Scatter Can California Poppies - Renee&
Scatter Can California Poppies - Renee&
Scatter Can California Poppies - Renee&
Scatter Can California Poppies - Renee&

California Poppies Scatter Can - Renee's Garden Seeds

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California Native Orange Poppies

(Eschscholzia californica)

Cheerful California poppies are a perfect choice for hot, dry areas and grow almost anywhere without a fuss. Sow poppies to cover a neglected or hard-to-cultivate area or for a memorable display in a large garden space. The bright, fluted blossoms dancing above feathery gray-green foliage will cloak the ground for weeks. 

Perennial Grown As Annual
Ample 2.2 oz. seeds covers 600 to 700 sq.ft.

 

Cold Winters

Mild Winters

Sun/Shade

Sow Seeds

Days To Germinate

Mature Height

April – May

Sept – April

Full sun

Scatter thinly
1/4 inch deep

9 – 14 days

12 – 15 in.

NOTE

The Poppy seeds in this can are packed with a larger quantity of milled rice hulls to help space the tiny seeds when scattering.

Before opening, shake the can thoroughly to mix them together so when you cast the seeds they are spaced with room for the plants to grow.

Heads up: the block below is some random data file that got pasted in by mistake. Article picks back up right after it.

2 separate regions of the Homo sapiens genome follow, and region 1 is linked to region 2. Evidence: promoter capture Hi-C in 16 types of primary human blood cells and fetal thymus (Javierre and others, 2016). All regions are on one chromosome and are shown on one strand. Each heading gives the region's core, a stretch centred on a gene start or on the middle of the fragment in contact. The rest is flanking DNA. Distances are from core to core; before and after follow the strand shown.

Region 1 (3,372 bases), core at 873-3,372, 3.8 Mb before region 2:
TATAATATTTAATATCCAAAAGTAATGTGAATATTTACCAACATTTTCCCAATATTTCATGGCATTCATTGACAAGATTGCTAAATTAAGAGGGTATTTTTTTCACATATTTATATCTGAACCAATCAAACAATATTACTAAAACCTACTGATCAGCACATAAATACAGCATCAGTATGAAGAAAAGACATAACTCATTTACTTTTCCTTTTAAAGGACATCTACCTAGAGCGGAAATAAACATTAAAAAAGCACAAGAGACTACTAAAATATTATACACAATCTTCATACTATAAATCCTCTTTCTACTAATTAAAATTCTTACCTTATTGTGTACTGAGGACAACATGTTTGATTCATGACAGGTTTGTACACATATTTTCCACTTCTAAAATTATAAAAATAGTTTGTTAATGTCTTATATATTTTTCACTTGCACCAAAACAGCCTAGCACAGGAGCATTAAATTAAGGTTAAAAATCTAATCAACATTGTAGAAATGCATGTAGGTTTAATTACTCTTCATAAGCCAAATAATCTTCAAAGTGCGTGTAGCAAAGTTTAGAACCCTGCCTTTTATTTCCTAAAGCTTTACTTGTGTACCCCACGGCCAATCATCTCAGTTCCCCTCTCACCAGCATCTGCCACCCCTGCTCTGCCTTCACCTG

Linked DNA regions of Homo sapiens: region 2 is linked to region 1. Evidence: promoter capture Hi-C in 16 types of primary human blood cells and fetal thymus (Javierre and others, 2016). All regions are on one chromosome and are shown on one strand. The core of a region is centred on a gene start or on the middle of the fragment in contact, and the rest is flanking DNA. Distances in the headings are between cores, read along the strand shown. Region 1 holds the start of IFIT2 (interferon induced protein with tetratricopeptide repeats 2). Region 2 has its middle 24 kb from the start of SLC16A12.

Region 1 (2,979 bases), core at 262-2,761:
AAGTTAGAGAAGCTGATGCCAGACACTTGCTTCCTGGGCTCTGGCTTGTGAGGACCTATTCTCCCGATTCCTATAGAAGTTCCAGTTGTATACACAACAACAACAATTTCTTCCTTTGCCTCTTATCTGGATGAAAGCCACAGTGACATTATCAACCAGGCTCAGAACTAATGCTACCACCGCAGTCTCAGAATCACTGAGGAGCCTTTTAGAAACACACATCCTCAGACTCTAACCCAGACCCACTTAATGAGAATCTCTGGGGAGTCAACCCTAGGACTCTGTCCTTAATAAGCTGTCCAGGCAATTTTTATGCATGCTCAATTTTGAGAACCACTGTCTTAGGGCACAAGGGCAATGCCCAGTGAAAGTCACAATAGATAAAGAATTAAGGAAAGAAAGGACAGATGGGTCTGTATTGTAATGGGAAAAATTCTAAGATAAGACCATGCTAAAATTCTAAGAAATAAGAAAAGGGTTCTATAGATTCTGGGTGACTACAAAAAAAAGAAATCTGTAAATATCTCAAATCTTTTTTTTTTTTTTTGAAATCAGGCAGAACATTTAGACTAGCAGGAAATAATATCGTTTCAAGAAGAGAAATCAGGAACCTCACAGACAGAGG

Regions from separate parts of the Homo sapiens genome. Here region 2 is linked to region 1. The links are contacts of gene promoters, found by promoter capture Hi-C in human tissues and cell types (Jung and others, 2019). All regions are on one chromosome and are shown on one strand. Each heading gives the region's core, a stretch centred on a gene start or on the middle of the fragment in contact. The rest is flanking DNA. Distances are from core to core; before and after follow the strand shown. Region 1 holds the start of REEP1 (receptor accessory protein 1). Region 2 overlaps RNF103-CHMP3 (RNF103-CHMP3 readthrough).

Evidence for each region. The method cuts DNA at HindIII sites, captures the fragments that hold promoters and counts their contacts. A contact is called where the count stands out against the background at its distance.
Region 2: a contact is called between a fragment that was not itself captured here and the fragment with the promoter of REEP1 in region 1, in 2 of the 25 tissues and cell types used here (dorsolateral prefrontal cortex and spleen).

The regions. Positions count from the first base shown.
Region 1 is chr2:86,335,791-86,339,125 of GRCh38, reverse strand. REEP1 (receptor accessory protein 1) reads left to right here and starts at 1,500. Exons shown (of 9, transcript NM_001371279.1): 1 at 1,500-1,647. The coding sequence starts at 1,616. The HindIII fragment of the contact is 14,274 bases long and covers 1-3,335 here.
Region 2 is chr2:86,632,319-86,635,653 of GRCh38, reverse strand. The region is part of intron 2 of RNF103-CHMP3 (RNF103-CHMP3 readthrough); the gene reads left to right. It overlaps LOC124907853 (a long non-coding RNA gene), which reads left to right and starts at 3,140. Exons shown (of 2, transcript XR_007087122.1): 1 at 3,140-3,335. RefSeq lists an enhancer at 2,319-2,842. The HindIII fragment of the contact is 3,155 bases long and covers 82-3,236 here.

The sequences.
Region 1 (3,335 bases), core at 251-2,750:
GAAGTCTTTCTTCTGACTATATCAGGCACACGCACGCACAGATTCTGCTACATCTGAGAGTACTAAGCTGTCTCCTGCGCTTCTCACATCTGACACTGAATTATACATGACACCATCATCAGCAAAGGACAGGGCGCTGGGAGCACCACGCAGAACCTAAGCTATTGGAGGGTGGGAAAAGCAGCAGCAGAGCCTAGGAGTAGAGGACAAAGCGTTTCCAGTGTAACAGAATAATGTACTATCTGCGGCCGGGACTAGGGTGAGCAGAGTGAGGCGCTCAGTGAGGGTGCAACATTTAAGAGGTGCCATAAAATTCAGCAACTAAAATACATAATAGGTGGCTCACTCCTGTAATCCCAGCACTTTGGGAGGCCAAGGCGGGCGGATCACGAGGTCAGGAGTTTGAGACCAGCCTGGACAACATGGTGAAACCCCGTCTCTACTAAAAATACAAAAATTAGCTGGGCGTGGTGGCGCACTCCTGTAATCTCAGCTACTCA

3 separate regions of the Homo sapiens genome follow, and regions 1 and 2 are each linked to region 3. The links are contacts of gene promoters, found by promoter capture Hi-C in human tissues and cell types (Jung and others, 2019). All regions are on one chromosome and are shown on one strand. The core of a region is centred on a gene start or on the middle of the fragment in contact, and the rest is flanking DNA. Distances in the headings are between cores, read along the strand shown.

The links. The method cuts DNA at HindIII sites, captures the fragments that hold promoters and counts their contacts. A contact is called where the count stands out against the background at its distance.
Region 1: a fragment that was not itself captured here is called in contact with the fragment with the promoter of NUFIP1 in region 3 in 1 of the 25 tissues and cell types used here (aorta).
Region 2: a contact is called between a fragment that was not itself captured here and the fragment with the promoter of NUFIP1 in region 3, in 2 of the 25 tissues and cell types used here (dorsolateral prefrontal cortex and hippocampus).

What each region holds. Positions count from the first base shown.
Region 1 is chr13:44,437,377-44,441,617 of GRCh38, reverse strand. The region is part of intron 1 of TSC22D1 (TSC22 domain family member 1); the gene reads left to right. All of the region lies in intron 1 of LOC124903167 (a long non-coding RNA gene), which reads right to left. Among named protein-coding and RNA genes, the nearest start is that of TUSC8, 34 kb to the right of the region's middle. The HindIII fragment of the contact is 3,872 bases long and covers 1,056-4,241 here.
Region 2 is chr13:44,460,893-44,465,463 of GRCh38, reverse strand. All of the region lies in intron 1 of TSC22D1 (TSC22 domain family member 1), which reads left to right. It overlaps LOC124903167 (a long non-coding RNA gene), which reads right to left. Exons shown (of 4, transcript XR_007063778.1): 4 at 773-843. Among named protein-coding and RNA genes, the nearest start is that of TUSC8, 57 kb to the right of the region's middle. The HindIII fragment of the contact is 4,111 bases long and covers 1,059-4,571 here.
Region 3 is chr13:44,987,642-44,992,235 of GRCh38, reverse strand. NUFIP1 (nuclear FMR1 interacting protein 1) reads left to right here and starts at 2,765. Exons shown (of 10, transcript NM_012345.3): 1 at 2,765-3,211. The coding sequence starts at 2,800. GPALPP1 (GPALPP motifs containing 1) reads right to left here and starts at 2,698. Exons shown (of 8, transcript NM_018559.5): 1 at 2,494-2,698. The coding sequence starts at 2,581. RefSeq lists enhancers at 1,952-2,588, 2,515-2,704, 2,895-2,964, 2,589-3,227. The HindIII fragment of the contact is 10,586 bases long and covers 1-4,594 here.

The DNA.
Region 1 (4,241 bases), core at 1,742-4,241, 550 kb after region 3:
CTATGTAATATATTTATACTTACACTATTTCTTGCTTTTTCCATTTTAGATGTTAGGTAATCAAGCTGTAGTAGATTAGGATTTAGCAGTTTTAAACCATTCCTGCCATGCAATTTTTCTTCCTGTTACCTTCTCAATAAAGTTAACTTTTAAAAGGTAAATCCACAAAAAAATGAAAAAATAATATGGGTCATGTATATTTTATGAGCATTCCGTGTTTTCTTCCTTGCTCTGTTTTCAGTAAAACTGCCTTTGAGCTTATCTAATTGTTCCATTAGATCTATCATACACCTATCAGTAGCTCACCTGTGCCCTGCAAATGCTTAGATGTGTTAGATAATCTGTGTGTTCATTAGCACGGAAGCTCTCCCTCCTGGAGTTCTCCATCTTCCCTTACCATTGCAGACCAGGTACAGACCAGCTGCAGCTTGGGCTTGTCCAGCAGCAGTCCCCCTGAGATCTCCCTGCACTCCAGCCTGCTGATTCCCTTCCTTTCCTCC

HOW TO PLANT

In mild winter climates, where the ground does not freeze hard, poppies can be sown in late fall to overwinter for spring bloom. Or, plant as early as possible in spring, as poppies can handle light frosts and bloom longest when given a good start in cool weather.

To prepare the planting area: remove all weeds, grass and large stones. Break up soil clumps and evenly loosen the top 2 inches of soil with a digging fork or shovel, then smooth out with a flat rake.

Shake the can thoroughly before opening, then scatter the contents thinly and evenly over the prepared ground. Using your rake, cover the seed mixture 1/4 inch deep and lightly firm the soil. Water with a gentle mist thoroughly and evenly. Keep the soil moist while awaiting germination and while the seedlings are small.

GROWING NOTES

Mature poppy plants can handle dry conditions, but will thrive and bloom much longer if watered regularly. Poppies make lovely cut flowers if brought indoors just as the buds begin to open. At season’s end, let spent flowers form pods and drop seeds to bloom again the next spring.

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